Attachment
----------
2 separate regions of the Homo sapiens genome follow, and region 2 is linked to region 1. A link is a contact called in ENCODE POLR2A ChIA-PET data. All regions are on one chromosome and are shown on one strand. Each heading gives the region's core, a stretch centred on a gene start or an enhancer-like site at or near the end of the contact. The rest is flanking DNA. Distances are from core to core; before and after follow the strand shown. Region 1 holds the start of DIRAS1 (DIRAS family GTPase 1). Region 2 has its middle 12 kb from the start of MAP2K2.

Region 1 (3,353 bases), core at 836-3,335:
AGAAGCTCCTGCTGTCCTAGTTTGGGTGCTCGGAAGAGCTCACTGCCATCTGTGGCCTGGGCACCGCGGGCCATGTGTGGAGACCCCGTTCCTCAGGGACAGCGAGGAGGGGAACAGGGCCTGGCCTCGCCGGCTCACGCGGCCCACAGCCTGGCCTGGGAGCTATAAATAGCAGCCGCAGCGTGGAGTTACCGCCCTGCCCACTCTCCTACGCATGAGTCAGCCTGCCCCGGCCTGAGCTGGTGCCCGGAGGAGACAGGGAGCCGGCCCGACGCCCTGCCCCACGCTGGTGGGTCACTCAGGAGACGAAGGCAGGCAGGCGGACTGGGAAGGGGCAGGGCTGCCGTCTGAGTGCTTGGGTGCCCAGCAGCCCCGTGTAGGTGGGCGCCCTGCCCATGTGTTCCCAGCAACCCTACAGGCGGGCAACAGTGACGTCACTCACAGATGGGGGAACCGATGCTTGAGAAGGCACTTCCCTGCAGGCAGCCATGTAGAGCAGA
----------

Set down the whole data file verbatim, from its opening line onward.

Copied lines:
2 separate regions of the Homo sapiens genome follow, and region 2 is linked to region 1. A link is a contact called in ENCODE POLR2A ChIA-PET data. All regions are on one chromosome and are shown on one strand. Each heading gives the region's core, a stretch centred on a gene start or an enhancer-like site at or near the end of the contact. The rest is flanking DNA. Distances are from core to core; before and after follow the strand shown. Region 1 holds the start of DIRAS1 (DIRAS family GTPase 1). Region 2 has its middle 12 kb from the start of MAP2K2.

Region 1 (3,353 bases), core at 836-3,335:
AGAAGCTCCTGCTGTCCTAGTTTGGGTGCTCGGAAGAGCTCACTGCCATCTGTGGCCTGGGCACCGCGGGCCATGTGTGGAGACCCCGTTCCTCAGGGACAGCGAGGAGGGGAACAGGGCCTGGCCTCGCCGGCTCACGCGGCCCACAGCCTGGCCTGGGAGCTATAAATAGCAGCCGCAGCGTGGAGTTACCGCCCTGCCCACTCTCCTACGCATGAGTCAGCCTGCCCCGGCCTGAGCTGGTGCCCGGAGGAGACAGGGAGCCGGCCCGACGCCCTGCCCCACGCTGGTGGGTCACTCAGGAGACGAAGGCAGGCAGGCGGACTGGGAAGGGGCAGGGCTGCCGTCTGAGTGCTTGGGTGCCCAGCAGCCCCGTGTAGGTGGGCGCCCTGCCCATGTGTTCCCAGCAACCCTACAGGCGGGCAACAGTGACGTCACTCACAGATGGGGGAACCGATGCTTGAGAAGGCACTTCCCTGCAGGCAGCCATGTAGAGCAGA